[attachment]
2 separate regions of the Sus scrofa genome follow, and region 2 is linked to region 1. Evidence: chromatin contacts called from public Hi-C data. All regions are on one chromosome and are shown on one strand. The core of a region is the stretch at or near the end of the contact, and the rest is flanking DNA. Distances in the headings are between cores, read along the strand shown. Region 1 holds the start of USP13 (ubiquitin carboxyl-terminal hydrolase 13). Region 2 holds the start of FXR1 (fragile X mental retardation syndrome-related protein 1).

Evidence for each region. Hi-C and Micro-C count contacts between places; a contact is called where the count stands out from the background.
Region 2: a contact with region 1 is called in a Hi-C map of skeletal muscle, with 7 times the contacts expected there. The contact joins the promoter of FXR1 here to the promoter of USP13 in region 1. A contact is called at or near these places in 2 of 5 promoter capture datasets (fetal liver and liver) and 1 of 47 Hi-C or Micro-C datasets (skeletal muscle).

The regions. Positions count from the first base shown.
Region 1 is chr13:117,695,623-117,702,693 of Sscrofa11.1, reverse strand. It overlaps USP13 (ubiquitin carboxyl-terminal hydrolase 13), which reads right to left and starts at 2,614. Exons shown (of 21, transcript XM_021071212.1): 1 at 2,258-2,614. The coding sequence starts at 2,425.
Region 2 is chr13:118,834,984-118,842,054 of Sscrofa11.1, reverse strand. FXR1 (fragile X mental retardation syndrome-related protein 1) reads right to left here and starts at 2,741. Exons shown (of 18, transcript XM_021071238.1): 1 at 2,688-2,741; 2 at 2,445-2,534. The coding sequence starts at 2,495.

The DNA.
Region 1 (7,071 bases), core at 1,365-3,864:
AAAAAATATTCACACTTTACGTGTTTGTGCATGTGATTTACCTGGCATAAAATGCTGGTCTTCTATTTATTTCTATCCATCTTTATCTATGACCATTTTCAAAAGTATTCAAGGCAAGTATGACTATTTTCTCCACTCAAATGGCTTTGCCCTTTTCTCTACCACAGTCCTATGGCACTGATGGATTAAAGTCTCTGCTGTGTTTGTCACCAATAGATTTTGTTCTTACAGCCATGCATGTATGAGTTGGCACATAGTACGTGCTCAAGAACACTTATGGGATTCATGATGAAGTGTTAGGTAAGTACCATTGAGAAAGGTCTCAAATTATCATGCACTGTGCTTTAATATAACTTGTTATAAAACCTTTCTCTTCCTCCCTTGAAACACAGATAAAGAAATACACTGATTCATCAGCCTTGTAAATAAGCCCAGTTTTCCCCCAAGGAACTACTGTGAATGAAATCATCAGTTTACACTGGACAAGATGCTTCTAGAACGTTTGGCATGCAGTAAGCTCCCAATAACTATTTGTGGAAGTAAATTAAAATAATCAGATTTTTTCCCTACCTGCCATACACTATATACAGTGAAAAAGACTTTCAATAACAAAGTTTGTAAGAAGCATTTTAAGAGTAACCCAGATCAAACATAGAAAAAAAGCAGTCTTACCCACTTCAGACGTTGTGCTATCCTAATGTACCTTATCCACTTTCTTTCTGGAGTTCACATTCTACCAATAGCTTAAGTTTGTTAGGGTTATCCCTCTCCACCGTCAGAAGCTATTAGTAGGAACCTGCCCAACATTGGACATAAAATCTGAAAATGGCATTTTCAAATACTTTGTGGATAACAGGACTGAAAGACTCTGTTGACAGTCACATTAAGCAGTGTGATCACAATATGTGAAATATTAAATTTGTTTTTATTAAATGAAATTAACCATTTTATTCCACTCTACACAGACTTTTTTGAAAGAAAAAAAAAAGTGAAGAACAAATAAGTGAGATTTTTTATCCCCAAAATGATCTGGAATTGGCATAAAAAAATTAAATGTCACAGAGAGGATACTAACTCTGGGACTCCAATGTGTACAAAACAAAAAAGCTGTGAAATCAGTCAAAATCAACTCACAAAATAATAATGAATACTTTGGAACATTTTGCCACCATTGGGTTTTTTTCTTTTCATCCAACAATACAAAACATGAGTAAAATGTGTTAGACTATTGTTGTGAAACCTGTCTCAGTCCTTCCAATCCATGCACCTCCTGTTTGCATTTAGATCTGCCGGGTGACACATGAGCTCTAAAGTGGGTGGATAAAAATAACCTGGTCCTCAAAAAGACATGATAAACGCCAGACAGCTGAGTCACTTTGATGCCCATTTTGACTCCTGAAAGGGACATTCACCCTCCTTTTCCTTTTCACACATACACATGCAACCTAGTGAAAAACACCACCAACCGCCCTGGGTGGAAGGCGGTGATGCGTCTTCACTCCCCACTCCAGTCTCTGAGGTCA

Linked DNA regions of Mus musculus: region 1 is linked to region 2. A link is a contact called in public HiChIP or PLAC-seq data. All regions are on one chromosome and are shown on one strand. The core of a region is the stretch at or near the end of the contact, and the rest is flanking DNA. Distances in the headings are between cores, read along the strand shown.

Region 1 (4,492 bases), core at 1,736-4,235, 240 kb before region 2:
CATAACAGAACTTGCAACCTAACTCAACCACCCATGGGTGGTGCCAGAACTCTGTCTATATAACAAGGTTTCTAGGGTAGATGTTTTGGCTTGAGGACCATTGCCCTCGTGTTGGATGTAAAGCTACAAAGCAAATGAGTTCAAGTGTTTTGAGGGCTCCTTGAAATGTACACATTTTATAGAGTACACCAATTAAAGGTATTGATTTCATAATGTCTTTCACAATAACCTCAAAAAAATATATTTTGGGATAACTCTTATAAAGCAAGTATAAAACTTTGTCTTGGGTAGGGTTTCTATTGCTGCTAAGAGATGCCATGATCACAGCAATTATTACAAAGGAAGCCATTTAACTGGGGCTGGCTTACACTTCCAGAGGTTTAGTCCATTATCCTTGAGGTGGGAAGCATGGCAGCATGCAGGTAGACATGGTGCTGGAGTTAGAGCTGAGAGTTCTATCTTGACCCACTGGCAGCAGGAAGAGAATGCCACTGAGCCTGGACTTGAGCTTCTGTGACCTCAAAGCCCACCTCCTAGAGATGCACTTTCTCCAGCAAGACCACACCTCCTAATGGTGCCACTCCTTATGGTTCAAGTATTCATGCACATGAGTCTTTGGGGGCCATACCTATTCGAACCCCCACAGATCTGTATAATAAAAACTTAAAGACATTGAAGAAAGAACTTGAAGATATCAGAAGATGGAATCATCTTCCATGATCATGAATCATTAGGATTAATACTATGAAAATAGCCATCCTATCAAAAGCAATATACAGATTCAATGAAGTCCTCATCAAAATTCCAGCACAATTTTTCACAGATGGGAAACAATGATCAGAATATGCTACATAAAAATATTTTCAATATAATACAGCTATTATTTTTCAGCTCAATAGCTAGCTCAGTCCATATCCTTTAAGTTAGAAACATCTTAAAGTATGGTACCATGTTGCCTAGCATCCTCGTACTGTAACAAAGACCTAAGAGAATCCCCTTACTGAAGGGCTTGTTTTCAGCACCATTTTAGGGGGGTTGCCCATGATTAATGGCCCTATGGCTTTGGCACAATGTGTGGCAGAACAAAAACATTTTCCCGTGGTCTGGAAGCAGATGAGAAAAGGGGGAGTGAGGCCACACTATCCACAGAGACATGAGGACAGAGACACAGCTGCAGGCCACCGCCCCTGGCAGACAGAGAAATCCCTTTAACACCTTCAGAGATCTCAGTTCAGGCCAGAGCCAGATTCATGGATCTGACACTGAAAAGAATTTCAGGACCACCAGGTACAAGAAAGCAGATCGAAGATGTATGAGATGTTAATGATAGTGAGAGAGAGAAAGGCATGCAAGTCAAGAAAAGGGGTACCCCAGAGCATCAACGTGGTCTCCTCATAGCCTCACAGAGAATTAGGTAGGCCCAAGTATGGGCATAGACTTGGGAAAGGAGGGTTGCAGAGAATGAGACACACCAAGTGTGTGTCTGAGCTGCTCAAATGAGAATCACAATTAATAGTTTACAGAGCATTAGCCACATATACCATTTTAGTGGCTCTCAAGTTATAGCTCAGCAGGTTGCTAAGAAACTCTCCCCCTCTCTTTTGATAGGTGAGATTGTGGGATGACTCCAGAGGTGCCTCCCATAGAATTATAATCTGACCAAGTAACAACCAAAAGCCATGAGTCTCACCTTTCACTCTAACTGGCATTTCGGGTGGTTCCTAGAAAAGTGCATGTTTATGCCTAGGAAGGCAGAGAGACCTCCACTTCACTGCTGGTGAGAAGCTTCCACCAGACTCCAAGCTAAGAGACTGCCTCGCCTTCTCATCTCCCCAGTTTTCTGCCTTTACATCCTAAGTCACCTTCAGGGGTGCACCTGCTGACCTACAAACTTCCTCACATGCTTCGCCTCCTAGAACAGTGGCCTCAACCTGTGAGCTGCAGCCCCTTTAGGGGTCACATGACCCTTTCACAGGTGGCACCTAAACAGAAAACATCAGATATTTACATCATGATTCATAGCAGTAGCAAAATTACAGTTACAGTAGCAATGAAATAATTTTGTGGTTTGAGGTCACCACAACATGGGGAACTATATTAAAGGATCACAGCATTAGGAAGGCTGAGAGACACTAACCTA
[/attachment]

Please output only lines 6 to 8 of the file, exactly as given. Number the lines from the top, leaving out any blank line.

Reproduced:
Region 2 is chr13:118,834,984-118,842,054 of Sscrofa11.1, reverse strand. FXR1 (fragile X mental retardation syndrome-related protein 1) reads right to left here and starts at 2,741. Exons shown (of 18, transcript XM_021071238.1): 1 at 2,688-2,741; 2 at 2,445-2,534. The coding sequence starts at 2,495.

The DNA.
Region 1 (7,071 bases), core at 1,365-3,864: